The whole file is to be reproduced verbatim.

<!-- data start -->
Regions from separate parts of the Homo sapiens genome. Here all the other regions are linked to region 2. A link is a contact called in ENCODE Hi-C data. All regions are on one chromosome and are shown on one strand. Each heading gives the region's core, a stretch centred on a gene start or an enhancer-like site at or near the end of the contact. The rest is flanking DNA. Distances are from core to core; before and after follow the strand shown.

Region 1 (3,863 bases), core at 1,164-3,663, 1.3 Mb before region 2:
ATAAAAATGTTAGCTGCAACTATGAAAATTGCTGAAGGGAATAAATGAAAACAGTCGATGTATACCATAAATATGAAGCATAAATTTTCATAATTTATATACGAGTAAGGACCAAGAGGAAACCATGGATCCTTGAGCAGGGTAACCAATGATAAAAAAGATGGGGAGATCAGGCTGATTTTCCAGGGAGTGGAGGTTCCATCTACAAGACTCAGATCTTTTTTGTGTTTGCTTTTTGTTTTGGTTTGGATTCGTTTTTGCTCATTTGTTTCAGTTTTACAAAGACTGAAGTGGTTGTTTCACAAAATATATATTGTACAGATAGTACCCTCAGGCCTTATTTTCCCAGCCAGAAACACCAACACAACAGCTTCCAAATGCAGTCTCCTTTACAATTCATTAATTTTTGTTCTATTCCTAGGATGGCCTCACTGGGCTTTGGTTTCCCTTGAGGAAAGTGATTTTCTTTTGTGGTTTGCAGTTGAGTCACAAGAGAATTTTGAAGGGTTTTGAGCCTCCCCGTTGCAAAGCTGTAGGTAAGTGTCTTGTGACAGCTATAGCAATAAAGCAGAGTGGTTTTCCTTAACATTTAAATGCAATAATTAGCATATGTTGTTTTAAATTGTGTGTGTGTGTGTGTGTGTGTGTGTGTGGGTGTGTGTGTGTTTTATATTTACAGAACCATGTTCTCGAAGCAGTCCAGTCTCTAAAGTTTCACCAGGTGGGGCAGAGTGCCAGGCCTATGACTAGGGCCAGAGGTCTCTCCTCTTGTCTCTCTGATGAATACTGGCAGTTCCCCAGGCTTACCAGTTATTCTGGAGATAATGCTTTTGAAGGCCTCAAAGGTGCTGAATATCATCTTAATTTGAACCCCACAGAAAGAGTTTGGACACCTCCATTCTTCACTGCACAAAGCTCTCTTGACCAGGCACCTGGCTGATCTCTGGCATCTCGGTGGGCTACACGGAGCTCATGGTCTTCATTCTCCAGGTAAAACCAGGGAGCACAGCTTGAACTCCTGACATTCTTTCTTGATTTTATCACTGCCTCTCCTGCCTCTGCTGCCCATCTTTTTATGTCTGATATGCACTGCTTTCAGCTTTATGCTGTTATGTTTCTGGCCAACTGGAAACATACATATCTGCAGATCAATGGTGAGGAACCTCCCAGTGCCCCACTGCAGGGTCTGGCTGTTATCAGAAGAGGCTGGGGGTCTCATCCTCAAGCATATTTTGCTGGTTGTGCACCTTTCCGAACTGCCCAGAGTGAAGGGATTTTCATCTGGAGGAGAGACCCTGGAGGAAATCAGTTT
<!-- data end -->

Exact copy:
Regions from separate parts of the Homo sapiens genome. Here all the other regions are linked to region 2. A link is a contact called in ENCODE Hi-C data. All regions are on one chromosome and are shown on one strand. Each heading gives the region's core, a stretch centred on a gene start or an enhancer-like site at or near the end of the contact. The rest is flanking DNA. Distances are from core to core; before and after follow the strand shown.

Region 1 (3,863 bases), core at 1,164-3,663, 1.3 Mb before region 2:
ATAAAAATGTTAGCTGCAACTATGAAAATTGCTGAAGGGAATAAATGAAAACAGTCGATGTATACCATAAATATGAAGCATAAATTTTCATAATTTATATACGAGTAAGGACCAAGAGGAAACCATGGATCCTTGAGCAGGGTAACCAATGATAAAAAAGATGGGGAGATCAGGCTGATTTTCCAGGGAGTGGAGGTTCCATCTACAAGACTCAGATCTTTTTTGTGTTTGCTTTTTGTTTTGGTTTGGATTCGTTTTTGCTCATTTGTTTCAGTTTTACAAAGACTGAAGTGGTTGTTTCACAAAATATATATTGTACAGATAGTACCCTCAGGCCTTATTTTCCCAGCCAGAAACACCAACACAACAGCTTCCAAATGCAGTCTCCTTTACAATTCATTAATTTTTGTTCTATTCCTAGGATGGCCTCACTGGGCTTTGGTTTCCCTTGAGGAAAGTGATTTTCTTTTGTGGTTTGCAGTTGAGTCACAAGAGAATTTTGAAGGGTTTTGAGCCTCCCCGTTGCAAAGCTGTAGGTAAGTGTCTTGTGACAGCTATAGCAATAAAGCAGAGTGGTTTTCCTTAACATTTAAATGCAATAATTAGCATATGTTGTTTTAAATTGTGTGTGTGTGTGTGTGTGTGTGTGTGTGGGTGTGTGTGTGTTTTATATTTACAGAACCATGTTCTCGAAGCAGTCCAGTCTCTAAAGTTTCACCAGGTGGGGCAGAGTGCCAGGCCTATGACTAGGGCCAGAGGTCTCTCCTCTTGTCTCTCTGATGAATACTGGCAGTTCCCCAGGCTTACCAGTTATTCTGGAGATAATGCTTTTGAAGGCCTCAAAGGTGCTGAATATCATCTTAATTTGAACCCCACAGAAAGAGTTTGGACACCTCCATTCTTCACTGCACAAAGCTCTCTTGACCAGGCACCTGGCTGATCTCTGGCATCTCGGTGGGCTACACGGAGCTCATGGTCTTCATTCTCCAGGTAAAACCAGGGAGCACAGCTTGAACTCCTGACATTCTTTCTTGATTTTATCACTGCCTCTCCTGCCTCTGCTGCCCATCTTTTTATGTCTGATATGCACTGCTTTCAGCTTTATGCTGTTATGTTTCTGGCCAACTGGAAACATACATATCTGCAGATCAATGGTGAGGAACCTCCCAGTGCCCCACTGCAGGGTCTGGCTGTTATCAGAAGAGGCTGGGGGTCTCATCCTCAAGCATATTTTGCTGGTTGTGCACCTTTCCGAACTGCCCAGAGTGAAGGGATTTTCATCTGGAGGAGAGACCCTGGAGGAAATCAGTTT